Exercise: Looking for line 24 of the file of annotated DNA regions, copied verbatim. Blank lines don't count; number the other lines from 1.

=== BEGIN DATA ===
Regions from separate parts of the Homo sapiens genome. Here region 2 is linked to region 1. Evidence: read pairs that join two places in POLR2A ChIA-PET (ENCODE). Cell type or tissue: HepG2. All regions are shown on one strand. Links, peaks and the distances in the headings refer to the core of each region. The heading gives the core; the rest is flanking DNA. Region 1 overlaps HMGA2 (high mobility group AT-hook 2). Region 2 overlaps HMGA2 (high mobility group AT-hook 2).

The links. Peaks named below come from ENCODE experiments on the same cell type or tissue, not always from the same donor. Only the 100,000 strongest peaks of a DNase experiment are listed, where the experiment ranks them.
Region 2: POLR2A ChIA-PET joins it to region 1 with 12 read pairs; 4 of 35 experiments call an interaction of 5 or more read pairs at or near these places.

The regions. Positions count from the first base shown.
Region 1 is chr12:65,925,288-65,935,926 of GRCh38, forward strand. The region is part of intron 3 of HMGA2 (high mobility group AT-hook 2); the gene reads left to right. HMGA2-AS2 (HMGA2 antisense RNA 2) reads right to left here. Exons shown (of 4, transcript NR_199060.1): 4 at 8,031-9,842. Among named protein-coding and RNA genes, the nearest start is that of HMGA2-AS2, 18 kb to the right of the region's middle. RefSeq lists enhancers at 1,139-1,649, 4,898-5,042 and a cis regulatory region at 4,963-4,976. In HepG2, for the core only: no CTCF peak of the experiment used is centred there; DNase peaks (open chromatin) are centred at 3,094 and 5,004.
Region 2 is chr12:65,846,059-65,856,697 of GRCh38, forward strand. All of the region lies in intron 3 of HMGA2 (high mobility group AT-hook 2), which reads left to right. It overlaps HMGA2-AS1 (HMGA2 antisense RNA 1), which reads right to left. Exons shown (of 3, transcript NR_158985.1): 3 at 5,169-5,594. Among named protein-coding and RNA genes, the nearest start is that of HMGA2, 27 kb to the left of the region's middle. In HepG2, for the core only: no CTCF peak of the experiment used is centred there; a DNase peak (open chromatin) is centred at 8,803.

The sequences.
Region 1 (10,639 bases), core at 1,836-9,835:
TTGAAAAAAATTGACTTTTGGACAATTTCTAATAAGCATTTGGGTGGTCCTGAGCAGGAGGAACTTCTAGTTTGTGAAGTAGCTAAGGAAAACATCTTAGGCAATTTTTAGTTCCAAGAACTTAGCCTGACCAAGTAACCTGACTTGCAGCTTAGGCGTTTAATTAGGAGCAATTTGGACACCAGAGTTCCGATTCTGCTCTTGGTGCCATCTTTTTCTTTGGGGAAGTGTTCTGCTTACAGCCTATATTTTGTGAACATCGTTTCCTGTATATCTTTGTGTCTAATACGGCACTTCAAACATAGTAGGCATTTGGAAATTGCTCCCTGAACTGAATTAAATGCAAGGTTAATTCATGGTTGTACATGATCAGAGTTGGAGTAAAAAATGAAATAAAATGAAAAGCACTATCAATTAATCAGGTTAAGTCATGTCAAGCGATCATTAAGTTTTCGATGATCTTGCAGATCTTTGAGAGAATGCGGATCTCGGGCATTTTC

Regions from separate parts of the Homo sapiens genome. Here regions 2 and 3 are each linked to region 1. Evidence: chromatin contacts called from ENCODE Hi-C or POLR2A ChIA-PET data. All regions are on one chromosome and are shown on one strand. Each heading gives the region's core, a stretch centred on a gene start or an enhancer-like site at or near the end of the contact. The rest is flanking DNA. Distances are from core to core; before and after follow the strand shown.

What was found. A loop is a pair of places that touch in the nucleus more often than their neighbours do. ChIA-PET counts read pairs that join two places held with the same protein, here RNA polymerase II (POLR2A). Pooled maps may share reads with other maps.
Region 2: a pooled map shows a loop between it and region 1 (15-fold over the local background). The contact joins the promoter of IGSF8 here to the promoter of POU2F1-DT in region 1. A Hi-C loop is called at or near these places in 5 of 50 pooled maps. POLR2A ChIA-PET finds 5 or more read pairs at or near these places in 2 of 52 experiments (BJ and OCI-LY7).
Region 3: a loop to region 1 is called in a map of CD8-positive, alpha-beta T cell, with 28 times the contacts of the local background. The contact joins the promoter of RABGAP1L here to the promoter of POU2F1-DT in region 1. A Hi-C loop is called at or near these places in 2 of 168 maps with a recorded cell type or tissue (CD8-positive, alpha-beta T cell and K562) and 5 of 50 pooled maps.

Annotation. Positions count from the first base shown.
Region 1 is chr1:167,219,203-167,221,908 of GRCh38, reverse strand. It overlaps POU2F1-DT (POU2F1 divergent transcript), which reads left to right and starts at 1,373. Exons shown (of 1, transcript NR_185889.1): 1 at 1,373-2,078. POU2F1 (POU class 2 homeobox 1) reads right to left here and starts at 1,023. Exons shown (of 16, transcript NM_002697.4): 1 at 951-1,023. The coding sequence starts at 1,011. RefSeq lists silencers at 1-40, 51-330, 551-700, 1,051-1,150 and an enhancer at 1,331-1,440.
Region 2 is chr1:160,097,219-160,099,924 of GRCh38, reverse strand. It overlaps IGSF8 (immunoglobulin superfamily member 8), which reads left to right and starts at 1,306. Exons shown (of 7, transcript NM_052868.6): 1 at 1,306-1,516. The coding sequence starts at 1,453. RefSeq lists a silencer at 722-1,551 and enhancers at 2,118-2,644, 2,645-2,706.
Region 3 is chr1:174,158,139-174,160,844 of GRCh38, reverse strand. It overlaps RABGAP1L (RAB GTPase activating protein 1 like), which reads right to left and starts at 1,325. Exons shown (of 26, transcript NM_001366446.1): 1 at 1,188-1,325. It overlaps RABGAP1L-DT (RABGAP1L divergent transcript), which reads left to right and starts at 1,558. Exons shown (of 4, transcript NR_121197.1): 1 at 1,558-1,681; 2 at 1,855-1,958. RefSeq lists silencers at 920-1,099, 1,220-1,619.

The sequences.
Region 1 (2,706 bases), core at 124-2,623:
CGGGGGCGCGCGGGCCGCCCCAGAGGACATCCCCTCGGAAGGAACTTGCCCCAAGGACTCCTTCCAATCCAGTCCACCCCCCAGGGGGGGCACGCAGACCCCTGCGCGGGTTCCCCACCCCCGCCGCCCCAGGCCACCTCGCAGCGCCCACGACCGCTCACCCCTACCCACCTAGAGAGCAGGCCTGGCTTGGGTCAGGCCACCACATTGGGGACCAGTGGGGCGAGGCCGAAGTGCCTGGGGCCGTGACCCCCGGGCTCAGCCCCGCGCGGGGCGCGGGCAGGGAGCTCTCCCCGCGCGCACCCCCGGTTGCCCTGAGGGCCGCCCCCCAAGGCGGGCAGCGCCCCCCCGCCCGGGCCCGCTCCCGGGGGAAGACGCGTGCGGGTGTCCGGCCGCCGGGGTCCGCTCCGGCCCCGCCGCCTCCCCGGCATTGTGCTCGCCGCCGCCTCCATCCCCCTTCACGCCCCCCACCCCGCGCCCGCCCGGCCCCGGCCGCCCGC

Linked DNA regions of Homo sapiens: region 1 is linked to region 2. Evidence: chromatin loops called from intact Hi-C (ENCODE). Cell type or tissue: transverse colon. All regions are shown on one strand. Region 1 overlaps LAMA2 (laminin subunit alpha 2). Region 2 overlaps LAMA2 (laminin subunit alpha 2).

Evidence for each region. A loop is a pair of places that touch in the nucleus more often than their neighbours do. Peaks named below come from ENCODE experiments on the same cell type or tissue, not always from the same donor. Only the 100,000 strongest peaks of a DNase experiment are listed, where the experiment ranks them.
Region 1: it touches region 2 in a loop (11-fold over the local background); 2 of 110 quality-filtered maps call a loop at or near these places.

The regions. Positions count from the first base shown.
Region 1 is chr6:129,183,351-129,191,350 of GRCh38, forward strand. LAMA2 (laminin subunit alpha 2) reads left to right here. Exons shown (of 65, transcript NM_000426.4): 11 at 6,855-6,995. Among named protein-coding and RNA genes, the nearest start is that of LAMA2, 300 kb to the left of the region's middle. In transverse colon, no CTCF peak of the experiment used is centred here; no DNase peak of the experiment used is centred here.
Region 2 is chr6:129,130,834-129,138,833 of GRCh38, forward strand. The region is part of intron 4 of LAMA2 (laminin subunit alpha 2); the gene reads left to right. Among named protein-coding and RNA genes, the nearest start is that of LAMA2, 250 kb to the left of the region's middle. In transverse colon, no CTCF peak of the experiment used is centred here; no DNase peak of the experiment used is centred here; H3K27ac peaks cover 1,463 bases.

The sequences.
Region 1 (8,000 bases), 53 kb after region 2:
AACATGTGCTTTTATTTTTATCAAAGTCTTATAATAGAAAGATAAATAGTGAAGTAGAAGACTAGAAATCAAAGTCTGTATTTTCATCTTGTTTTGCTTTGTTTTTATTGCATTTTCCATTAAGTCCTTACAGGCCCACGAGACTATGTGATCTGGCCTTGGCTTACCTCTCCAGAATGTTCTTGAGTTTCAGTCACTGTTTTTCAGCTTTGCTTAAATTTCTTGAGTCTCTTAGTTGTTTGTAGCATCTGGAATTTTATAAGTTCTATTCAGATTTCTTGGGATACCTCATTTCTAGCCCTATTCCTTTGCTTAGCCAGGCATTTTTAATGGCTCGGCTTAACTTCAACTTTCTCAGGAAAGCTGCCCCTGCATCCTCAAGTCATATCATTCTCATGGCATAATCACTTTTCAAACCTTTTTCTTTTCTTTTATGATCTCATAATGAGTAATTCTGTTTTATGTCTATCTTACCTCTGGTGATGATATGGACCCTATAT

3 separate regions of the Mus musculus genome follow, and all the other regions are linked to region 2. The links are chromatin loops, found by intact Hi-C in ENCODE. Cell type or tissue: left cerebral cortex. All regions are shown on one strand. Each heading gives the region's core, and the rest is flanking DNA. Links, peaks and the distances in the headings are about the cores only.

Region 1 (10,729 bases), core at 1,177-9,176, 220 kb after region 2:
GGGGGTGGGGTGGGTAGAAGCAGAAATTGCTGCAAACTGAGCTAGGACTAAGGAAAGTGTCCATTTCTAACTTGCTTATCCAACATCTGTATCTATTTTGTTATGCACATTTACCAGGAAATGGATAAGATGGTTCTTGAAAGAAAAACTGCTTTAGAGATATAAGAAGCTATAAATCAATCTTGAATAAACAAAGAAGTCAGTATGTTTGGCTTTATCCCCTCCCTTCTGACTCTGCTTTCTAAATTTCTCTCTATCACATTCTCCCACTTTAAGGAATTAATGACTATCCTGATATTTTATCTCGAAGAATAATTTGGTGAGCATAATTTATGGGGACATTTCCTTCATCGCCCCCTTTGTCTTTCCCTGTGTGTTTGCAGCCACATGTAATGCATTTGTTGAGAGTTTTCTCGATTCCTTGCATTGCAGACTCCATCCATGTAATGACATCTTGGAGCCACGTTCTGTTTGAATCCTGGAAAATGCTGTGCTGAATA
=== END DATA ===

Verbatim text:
The regions. Positions count from the first base shown.